Sushi comes in many different forms. Probably the best-known form of sushi internationally are sushi rolls, iconic with the contents in the middle and rice around it. The Japanese umbrella term for the various sushi rolls is makimono. The typical maki shapes are hosomaki, chūmaki and futomaki. In most traditional sushi restaurants in Japan, however, you will find - if at all - almost only Hosomaki (the majority of good sushi in Japan represent Nigiri and Gunkan dar).
What are Makimono?
Makimono is the umbrella term for various types of maki sushi.
Maki sushi (巻き寿司) is made from acetic rice and other ingredients by rolling them into a sheet of nori.
Nori is, at least today, the main ingredient to roll maki sushi. Modern interpretations also know other wrappings. A mat made of bamboo, called makisu, is used to roll the ingredients.
Maki sushi is now believed to have evolved from Bō sushi, in the late 18th century. Nori was not produced until the early 18th century in Edo (modern Tokyo) (see https://makizushi-club.com/story/).
Maki sushi can be made with a wide variety of ingredients. That's why there are so many different types of maki sushi, which (from a Japanese perspective) are constantly being reinvented, even abroad.
What is the best way to eat maki sushi?
Maki sushi is enjoyed with very little soy sauce.
The Soy sauce should be exactly on the border line between nori and rice. If maki sushi is slightly slanted, it is easier to place the soy sauce right there. Makizushi (the other spelling is just as valid) can be eaten with chopsticks or directly with your fingers.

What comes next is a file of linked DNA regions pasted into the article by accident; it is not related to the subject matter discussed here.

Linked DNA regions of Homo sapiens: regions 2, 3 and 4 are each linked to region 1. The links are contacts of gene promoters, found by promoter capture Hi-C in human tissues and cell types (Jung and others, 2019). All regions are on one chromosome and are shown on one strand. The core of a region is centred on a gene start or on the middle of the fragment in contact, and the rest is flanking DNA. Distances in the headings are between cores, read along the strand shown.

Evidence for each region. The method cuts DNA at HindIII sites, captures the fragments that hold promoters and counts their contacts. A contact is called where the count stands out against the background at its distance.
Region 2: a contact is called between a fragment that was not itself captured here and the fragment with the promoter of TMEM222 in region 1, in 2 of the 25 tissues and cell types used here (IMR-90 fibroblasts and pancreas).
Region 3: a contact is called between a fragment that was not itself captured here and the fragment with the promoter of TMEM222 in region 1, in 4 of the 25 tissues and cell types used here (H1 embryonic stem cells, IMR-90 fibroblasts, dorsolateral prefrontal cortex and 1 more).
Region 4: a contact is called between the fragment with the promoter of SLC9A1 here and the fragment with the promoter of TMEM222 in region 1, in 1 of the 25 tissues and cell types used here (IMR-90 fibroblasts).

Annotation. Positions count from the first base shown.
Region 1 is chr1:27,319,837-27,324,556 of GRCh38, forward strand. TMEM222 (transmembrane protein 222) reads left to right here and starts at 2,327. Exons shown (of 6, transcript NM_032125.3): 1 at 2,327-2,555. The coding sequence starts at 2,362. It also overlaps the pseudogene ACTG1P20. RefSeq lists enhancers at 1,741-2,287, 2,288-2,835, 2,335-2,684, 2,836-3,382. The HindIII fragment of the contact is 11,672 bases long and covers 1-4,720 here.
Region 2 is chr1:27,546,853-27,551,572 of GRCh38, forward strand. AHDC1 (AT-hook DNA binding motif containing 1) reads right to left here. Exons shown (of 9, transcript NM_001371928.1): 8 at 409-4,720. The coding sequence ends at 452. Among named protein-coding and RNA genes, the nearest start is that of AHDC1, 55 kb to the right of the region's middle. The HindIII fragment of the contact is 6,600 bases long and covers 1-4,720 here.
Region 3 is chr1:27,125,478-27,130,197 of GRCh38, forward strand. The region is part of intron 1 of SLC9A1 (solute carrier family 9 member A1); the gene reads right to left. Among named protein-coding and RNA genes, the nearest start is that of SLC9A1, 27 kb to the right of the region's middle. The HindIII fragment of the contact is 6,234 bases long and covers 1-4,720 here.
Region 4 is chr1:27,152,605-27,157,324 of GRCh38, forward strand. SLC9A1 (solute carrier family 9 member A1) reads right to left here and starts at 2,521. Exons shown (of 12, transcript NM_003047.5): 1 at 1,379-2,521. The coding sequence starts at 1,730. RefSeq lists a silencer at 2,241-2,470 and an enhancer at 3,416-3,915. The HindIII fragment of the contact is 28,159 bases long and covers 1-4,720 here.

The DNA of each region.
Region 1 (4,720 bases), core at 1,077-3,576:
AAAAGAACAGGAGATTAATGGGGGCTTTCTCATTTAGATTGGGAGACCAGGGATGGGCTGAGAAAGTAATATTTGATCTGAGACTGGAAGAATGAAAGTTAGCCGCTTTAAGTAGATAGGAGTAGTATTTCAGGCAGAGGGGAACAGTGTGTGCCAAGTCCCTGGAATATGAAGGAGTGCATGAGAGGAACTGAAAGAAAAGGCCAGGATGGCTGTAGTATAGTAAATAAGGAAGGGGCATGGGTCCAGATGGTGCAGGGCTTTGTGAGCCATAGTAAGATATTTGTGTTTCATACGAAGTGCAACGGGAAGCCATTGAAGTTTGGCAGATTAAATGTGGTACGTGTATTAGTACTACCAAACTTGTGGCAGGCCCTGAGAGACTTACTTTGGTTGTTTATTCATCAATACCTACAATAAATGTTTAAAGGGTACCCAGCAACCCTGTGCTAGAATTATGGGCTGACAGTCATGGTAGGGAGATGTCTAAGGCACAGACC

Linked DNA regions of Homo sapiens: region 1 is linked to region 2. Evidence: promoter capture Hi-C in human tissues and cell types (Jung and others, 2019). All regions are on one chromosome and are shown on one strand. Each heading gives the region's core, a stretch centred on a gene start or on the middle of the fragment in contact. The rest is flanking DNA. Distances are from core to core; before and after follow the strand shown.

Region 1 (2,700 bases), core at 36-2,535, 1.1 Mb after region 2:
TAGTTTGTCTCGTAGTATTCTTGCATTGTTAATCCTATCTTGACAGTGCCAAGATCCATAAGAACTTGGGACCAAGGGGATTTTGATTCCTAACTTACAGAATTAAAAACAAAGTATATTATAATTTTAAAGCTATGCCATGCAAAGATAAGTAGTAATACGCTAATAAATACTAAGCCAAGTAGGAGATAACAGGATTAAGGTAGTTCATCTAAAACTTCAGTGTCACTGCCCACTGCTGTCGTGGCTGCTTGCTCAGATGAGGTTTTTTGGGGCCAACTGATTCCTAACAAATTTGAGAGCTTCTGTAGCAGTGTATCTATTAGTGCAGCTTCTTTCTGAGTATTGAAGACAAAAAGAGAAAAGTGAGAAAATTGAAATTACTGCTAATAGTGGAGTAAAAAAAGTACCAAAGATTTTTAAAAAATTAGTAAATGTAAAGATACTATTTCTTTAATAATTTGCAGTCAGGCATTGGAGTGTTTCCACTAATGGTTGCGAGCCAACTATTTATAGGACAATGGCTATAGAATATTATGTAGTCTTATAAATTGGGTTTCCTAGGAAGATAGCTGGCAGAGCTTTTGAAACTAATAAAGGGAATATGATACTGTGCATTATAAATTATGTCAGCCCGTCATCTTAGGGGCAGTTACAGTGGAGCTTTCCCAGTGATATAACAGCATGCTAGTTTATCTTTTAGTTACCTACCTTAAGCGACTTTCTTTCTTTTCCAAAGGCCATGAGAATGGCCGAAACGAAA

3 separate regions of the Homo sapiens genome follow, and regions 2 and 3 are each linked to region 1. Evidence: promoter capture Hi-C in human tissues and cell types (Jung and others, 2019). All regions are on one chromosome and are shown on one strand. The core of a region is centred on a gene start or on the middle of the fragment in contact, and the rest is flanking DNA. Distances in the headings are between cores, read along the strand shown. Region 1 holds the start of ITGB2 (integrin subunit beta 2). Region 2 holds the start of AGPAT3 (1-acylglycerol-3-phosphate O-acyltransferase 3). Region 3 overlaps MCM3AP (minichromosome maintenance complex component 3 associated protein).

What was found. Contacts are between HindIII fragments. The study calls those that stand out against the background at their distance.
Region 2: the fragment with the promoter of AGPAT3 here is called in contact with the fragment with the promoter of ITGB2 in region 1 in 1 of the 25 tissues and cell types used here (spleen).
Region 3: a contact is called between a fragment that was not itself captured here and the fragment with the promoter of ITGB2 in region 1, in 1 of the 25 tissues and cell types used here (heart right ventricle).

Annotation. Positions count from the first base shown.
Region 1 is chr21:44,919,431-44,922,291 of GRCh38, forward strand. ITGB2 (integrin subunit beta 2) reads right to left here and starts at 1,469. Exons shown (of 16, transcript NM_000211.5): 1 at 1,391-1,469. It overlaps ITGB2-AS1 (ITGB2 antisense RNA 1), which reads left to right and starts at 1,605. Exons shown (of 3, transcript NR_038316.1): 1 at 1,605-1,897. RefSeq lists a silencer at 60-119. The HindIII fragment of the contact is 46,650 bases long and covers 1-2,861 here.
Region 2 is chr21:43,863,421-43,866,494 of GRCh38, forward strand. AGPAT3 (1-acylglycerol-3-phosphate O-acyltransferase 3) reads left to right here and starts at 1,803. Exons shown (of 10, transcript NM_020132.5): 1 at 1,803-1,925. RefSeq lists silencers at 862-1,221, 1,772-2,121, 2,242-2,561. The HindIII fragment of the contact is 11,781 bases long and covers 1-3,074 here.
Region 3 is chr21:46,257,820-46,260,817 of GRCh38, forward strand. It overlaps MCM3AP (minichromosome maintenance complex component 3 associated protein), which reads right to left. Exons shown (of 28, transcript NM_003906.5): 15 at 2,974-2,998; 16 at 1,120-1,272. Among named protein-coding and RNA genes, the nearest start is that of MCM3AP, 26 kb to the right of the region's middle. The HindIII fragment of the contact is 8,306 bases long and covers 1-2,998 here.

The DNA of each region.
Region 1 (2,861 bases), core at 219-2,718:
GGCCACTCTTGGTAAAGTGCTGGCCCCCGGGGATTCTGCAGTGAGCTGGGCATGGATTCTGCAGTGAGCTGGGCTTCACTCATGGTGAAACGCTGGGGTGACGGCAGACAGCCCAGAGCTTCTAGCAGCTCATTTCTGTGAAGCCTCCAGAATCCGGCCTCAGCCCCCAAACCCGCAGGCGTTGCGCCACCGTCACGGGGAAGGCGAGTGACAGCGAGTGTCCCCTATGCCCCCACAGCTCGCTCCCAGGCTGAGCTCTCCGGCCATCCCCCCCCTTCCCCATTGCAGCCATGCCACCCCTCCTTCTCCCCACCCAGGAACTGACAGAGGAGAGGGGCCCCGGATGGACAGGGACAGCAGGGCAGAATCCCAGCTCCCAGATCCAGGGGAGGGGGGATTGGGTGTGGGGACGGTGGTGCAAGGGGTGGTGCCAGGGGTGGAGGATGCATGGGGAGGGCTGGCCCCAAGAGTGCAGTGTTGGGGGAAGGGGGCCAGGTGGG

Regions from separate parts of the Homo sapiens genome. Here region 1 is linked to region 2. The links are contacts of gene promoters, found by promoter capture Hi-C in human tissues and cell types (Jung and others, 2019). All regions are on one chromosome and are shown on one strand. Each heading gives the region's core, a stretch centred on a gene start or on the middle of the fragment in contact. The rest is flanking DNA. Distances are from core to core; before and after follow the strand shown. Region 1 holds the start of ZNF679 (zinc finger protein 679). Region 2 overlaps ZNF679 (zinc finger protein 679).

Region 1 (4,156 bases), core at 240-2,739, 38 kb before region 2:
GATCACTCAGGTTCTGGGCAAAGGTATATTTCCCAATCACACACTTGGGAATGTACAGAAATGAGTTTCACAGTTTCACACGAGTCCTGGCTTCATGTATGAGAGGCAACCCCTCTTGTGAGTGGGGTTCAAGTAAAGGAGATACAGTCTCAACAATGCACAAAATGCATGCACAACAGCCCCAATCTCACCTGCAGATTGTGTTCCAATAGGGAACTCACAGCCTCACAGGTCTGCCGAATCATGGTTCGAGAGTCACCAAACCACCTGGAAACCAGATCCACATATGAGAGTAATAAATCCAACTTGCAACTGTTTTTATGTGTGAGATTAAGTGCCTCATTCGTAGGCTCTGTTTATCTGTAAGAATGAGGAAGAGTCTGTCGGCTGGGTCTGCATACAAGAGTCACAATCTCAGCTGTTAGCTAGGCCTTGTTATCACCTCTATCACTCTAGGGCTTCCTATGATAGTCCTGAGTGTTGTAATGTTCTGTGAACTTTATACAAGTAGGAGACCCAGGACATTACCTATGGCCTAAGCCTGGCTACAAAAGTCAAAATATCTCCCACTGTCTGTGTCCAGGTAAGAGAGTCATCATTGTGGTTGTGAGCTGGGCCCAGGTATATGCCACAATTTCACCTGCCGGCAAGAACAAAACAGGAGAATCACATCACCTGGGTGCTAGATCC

Never use crude instruments such as knives and forks, which can interfere with the taste of sushi and disturb Japanese eyes.
On this occasion, it should also be mentioned again that it is decidedly strange for Japanese people when some foreigners put pickled ginger on the sushi rolls. You can find more about this in our article about "All about etiquette: how to eat sushi"..
Hoso-Maki - the "standard" rolls
Hoso-maki (細巻き) is made with half a sheet of nori.
The standard size of nori is 21 centimeters by 19 centimeters. Rice is placed on the nori, then one, maximum two other ingredients are placed on the rice for the center of the small rolls.
Then place the sheet around the center and press firmly. This allows the roll to be rolled up evenly and just tightly enough. Hoso-maki translates as "thin roll" - which is explained by the use of half the nori leaf. The rolls turn out very thin by using half the sheet and only a few ingredients.
The simple taste of hoso-maki makes these rolls a perfect ending to a successful sushi menu. And that's exactly where hoso-maki belong, according to the opinion of connoisseurs. Typically Japanese, the fine taste (of nigiri) should come first and later perhaps something to fill the stomach.
What are Chū-Maki?
Chū (中) means "middle" or "in the middle".
The name of these rolls probably comes from the fact that they are halfway between hoso-maki and futo-maki in terms of diameter.